Review Blog

Apr 11 2019

The French photographer by Natasha Lester

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Hachette, 2019. ISBN: 9780733640025.
(Age: 16+) Recommended. Historical fiction. In 1942, Jessica May, a beautiful and much sought after model for Vogue magazine, has her career cut short when her ex-boyfriend sells her image for a Kotex advertisement. She finds herself blacklisted because nobody wants a model linked to the taboo subject of menstruation. But the flipside is that for the first time she considers what she would really like to do - and that is to become a photojournalist reporting on the war front.
And so it passes that Jess finds herself, along with Martha Gellhorn, Hemingway's wife, venturing as a female reporter into the war zone. The story of The French photographer is a romance, Jess falling in love with the dashing American officer, Dan Hallworth, but it is also the story of the struggle of women war correspondents to be recognised and respected alongside their male counterparts. Jess goes from reporting on the nurses' stations at the front, to documenting the Nazi concentration camps, to war crimes committed by both sides. She is an intrepid photographer and reporter who won't be held back by the conservative and chauvinistic officers she has to report to.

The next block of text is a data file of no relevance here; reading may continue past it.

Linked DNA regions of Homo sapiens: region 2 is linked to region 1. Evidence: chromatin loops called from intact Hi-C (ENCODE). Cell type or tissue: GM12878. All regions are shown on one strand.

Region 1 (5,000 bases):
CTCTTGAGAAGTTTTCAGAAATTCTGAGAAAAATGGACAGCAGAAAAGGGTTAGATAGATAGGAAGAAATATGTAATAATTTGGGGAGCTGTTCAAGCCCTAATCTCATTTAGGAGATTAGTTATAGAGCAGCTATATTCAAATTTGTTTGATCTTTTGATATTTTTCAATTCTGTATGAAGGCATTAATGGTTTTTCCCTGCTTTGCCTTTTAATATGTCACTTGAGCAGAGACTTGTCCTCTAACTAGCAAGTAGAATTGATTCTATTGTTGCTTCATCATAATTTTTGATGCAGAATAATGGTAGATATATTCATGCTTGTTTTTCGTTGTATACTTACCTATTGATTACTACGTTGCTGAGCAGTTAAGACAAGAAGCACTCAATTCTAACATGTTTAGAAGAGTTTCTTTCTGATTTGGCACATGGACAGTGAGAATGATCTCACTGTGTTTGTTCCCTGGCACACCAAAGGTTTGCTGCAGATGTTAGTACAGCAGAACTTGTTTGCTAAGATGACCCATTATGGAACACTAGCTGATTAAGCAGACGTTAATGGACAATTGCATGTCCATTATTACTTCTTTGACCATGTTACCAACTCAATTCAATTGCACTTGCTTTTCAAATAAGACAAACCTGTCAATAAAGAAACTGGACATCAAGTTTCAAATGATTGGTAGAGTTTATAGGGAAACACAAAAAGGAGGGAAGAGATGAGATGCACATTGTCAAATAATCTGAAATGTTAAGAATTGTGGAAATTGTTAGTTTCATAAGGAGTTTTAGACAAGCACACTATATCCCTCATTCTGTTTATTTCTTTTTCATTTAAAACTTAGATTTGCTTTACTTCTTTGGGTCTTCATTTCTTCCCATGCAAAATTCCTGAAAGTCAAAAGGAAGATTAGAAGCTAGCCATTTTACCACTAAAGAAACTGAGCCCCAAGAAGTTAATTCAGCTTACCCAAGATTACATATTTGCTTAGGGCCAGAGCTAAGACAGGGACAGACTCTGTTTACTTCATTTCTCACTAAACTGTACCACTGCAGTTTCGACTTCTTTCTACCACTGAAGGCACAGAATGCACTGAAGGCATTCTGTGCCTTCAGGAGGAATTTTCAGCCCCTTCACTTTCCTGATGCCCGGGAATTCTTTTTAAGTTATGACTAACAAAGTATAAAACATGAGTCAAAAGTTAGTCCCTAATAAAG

However, interwoven with the story of Dan and Jess, is the story of a young French child, Victorine, handed by her parents to an American soldier to save from the advancing German army. Dan becomes the only father Victorine knows, and Jess also becomes a trusted friend.
Time shifts to 2004, and D'Arcy Hallworth, a young Australian art handler, has the task of preparing an exhibition of the work of an anonymous photographer, a job that sees her trying to untwist the threads of her own family history, and follow her dream as a documentary filmmaker. But first she has to uncover many secrets and learn who to trust.
The two stories interweave in a way that keeps the reader engaged, and the novel provides a blend of historical fact and fiction that is both realistic and satisfying. Much of Jessica's story is based on the experience of war photographer Lee Miller, renown for her images of women in wartime, and most memorable for her iconic photo taken in Hitler's bathtub, 1945. Lester includes an account of that photograph in her story.
Readers of this novel will gain an appreciation of how difficult it was for women to gain credibility in the workforce, and that whilst the war opened up new opportunities for women, the doors were quick to close again once the men had returned. Reading The French photographer would provide students with an interesting entry point to researching the history of women's roles during World War II.
Helen Eddy

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